That’s effectively the argument the plaintiff, an openly gay man, made in this case.
The plaintiff worked as a server at a restaurant. Within a few months, his supervisor spoke to him about taking on a leadership position. (Heavens, no!)
But here’s where the plaintiff got rubbed the wrong way. You see, the supervisor told the employee that before she spoke to the owner, the employee would need to change his appearance, remove his Facebook relationship status (which identified him as gay), and look a little more masculine.
The plaintiff complied by changing his hairstyle from spiky to combed over and deleting his Facebook relationship status. However, he kept his public Instagram, which included pics of himself, his two children, and his partner, often with hashtags such as #gayselfie and #gayswithkids. There was no other evidence that the plaintiff may have changed to project a more masculine image.
Shortly after the conversation between the plaintiff and his supervisor, the company promoted him. And then twice more. Indeed, the plaintiff was now in the second-highest position in the restaurant.
Did the plaintiff like his job? Seemingly so. He texted his biased(?) supervisor — in what surely must have been at least “Exhibit C” to the motion for summary judgment — that she was “the best boss ever.” A few months later, he texted her again, thanking her “for all that you do for me as my boss and on a personal level.”
I think we just found Exhibit A.
There is also evidence that the supervisor and owner repeatedly persuaded the plaintiff to remain with the company, even after he threatened to quit, including by offering him a raise.
Later, the plaintiff told the owner about the supervisor’s comments about his masculinity and sexual orientation. This was several months after the fact. The owner was upset and told the plaintiff that he would “make things right” with the supervisor and have the supervisor “make things right” with the plaintiff. He also encouraged the plaintiff to stay at the restaurant.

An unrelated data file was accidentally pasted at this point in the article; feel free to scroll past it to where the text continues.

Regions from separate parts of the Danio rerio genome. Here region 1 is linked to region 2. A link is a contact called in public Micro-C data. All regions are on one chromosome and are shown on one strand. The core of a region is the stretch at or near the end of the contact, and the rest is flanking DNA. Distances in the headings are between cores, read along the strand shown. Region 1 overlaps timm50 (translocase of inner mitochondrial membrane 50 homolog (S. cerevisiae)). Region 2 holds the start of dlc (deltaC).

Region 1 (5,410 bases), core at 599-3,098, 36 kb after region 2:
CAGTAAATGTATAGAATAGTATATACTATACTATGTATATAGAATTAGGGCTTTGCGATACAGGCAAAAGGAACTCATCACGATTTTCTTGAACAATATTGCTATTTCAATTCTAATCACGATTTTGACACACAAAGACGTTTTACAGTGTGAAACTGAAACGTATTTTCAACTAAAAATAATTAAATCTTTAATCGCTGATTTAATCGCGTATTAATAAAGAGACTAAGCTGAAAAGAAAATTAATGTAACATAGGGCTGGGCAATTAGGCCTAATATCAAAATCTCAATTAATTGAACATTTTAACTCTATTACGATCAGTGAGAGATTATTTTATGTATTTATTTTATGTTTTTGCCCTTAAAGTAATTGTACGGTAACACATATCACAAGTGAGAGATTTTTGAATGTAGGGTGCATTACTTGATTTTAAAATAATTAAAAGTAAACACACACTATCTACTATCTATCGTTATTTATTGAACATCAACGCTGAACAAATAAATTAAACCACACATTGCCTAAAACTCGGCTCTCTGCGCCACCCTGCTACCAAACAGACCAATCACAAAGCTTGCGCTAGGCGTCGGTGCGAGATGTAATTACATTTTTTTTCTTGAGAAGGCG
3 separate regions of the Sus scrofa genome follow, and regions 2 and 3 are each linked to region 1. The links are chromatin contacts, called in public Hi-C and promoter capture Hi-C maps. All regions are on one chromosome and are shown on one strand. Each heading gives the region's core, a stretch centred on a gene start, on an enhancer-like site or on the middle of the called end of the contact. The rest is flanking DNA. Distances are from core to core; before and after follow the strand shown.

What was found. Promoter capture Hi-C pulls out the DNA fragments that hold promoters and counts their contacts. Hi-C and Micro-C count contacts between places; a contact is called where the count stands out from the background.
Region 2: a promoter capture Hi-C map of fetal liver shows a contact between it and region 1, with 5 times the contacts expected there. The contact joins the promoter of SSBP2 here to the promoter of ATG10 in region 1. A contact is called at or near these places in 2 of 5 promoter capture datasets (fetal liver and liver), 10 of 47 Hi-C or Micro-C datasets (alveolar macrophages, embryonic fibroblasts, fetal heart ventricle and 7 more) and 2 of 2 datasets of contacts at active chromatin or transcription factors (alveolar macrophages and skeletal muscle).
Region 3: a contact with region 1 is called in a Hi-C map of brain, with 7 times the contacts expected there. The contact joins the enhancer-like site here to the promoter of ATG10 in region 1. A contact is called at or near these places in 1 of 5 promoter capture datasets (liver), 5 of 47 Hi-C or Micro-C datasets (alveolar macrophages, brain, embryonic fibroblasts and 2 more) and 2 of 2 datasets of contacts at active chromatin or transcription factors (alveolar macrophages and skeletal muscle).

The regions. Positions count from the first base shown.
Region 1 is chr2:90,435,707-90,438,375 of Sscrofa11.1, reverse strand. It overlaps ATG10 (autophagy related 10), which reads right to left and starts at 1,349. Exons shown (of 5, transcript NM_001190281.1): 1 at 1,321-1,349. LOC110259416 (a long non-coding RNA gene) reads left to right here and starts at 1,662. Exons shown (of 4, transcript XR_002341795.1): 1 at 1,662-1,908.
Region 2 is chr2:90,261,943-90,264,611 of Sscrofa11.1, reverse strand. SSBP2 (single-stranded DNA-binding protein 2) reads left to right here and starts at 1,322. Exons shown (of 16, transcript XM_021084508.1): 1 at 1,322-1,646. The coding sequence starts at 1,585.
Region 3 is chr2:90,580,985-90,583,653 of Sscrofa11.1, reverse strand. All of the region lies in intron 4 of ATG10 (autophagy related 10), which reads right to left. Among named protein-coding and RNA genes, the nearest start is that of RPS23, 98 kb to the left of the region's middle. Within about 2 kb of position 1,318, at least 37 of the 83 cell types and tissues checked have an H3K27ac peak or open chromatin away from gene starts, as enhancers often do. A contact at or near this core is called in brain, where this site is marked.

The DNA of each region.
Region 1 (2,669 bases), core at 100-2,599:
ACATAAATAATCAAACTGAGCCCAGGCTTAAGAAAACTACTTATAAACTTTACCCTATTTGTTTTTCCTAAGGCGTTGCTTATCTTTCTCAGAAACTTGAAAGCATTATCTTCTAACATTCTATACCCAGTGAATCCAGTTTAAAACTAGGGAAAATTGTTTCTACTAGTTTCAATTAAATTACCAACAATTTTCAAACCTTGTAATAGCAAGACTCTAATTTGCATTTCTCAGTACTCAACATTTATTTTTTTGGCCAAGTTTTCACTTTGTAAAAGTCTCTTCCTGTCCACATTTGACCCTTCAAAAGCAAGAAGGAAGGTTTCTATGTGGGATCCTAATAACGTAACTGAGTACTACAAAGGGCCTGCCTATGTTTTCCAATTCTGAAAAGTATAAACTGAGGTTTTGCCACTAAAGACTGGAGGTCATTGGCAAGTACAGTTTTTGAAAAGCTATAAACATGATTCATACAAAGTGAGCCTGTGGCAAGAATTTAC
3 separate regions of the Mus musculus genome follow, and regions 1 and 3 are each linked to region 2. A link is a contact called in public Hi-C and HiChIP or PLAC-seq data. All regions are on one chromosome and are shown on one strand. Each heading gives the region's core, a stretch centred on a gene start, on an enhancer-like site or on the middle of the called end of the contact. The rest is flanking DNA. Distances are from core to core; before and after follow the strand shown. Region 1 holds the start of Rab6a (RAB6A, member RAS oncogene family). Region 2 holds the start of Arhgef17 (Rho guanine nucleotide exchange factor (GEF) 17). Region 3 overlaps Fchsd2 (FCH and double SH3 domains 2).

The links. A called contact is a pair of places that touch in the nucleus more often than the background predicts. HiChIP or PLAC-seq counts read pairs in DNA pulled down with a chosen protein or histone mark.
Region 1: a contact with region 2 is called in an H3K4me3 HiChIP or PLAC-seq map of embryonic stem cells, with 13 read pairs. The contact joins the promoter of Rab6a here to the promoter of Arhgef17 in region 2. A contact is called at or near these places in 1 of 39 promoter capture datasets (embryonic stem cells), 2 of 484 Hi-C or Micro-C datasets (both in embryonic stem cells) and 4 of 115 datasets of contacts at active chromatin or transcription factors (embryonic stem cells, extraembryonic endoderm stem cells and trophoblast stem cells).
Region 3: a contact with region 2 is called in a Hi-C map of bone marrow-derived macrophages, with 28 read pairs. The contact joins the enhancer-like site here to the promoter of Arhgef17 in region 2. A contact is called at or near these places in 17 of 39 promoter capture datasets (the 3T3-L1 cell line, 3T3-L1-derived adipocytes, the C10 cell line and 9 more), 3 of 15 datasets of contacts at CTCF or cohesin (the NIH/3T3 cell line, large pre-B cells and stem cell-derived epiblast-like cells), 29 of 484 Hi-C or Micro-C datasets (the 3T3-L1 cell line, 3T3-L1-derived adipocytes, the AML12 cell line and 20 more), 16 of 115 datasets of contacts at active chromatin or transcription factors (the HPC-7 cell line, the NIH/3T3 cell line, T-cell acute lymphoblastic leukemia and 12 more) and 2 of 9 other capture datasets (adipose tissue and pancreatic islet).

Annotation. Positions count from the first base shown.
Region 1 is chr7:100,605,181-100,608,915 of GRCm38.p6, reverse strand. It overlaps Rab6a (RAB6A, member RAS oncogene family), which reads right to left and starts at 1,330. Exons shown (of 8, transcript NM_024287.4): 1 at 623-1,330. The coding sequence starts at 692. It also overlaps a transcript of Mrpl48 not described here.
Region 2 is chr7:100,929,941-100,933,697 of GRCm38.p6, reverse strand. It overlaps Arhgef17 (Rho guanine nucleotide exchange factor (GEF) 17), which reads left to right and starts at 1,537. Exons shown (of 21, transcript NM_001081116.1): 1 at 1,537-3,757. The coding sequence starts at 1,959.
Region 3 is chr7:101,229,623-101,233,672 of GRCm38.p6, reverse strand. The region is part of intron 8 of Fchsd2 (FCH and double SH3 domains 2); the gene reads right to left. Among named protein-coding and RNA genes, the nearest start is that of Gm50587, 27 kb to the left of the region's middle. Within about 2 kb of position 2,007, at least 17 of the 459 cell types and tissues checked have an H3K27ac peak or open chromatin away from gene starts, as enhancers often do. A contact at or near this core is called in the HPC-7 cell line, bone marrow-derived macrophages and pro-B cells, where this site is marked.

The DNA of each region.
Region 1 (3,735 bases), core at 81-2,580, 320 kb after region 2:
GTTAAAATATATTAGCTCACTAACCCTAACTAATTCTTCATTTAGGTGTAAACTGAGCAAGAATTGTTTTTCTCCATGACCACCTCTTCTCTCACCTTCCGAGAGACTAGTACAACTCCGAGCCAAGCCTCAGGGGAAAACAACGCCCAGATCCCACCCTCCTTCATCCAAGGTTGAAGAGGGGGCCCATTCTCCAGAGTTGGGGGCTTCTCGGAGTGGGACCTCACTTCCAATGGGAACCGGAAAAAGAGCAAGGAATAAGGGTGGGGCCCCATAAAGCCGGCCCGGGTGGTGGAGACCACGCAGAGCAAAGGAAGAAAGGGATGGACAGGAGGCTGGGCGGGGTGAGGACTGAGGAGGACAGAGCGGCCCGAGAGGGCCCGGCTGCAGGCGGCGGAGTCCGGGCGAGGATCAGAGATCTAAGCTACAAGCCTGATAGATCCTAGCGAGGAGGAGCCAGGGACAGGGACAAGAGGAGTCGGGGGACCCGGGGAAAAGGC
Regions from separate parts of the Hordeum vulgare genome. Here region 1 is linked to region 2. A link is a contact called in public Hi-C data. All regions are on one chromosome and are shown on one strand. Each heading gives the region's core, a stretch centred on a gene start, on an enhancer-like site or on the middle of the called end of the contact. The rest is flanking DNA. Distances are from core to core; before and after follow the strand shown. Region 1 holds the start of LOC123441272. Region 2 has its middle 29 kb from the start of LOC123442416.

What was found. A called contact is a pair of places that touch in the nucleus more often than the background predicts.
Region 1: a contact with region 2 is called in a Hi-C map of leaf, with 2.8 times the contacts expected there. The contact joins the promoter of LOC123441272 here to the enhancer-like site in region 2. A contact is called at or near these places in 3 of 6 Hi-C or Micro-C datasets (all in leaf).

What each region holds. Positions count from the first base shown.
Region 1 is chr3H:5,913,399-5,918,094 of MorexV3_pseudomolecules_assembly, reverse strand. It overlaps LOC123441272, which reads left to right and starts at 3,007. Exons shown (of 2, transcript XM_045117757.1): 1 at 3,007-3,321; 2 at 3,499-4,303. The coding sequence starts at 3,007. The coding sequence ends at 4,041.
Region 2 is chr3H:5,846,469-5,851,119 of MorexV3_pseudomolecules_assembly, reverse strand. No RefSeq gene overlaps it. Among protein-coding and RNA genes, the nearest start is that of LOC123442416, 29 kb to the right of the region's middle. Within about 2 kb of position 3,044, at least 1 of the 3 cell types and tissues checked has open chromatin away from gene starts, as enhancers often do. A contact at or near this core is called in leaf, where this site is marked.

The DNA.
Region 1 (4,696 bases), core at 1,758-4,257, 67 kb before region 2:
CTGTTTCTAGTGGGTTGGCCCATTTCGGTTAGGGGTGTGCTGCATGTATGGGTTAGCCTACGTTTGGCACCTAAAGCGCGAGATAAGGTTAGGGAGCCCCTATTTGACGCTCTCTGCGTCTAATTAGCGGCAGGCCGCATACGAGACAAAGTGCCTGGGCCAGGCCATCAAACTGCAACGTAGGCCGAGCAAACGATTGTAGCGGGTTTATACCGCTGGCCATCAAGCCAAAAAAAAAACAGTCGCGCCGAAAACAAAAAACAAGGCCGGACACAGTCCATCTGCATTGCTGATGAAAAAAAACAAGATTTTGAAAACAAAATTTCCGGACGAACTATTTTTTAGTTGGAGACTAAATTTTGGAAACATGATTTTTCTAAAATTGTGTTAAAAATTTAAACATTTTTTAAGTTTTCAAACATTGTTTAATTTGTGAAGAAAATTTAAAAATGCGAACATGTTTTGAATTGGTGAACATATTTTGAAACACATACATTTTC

Meanwhile, the plaintiff’s work performance suffered despite the promotions and support. One time, the supervisor criticized the plaintiff’s communication skills after customers found a blue hair in their food. Another time, the plaintiff did not communicate well about a payment issue. Later, he brought the wrong candidate’s resume to an interview. His supervisor warned him not to interview or hire any back-of-house staff without her. The owner also expressed concern that the plaintiff was not performing his assigned job duties.
The “final straw” was when the plaintiff seemingly blew off a mandatory meeting and work one evening. The next day, the company fired him.
Does any of this sound like discrimination to you? Perhaps initially, but not enough to persuade the court (or a reasonable jury) that the plaintiff’s sexual orientation motivated the company to improperly delay or deny him promotions.
True, [the plaintiff’s] testimony about [his supervisor’s] statements might allow a jury to find that [she] harbored discriminatory animus. But to survive a motion for summary judgment, [the plaintiff] must offer evidence that would permit a rational trier of fact to find that [her] animus caused [him] to suffer an adverse employment action (in this case, the delay or denial of a promotion)…And there is no evidence that [anyone] delayed or denied [the plaintiff] a promotion. Instead, the record indicates that [the defendant] promoted [the plaintiff] shortly after he spoke to [his supervisor] about taking on a leadership position, and he was subsequently promoted two times after that. [The plaintiff’s] subjective belief that [his supervisor] discriminated against him is not enough for a rational trier of fact to find that discrimination occurred.
The supervisor’s comments about the plaintiff’s masculinity were wrong. But, it’s tough to demonstrate bias when your employer promotes you three times in eight months from entry-level to the second-highest position.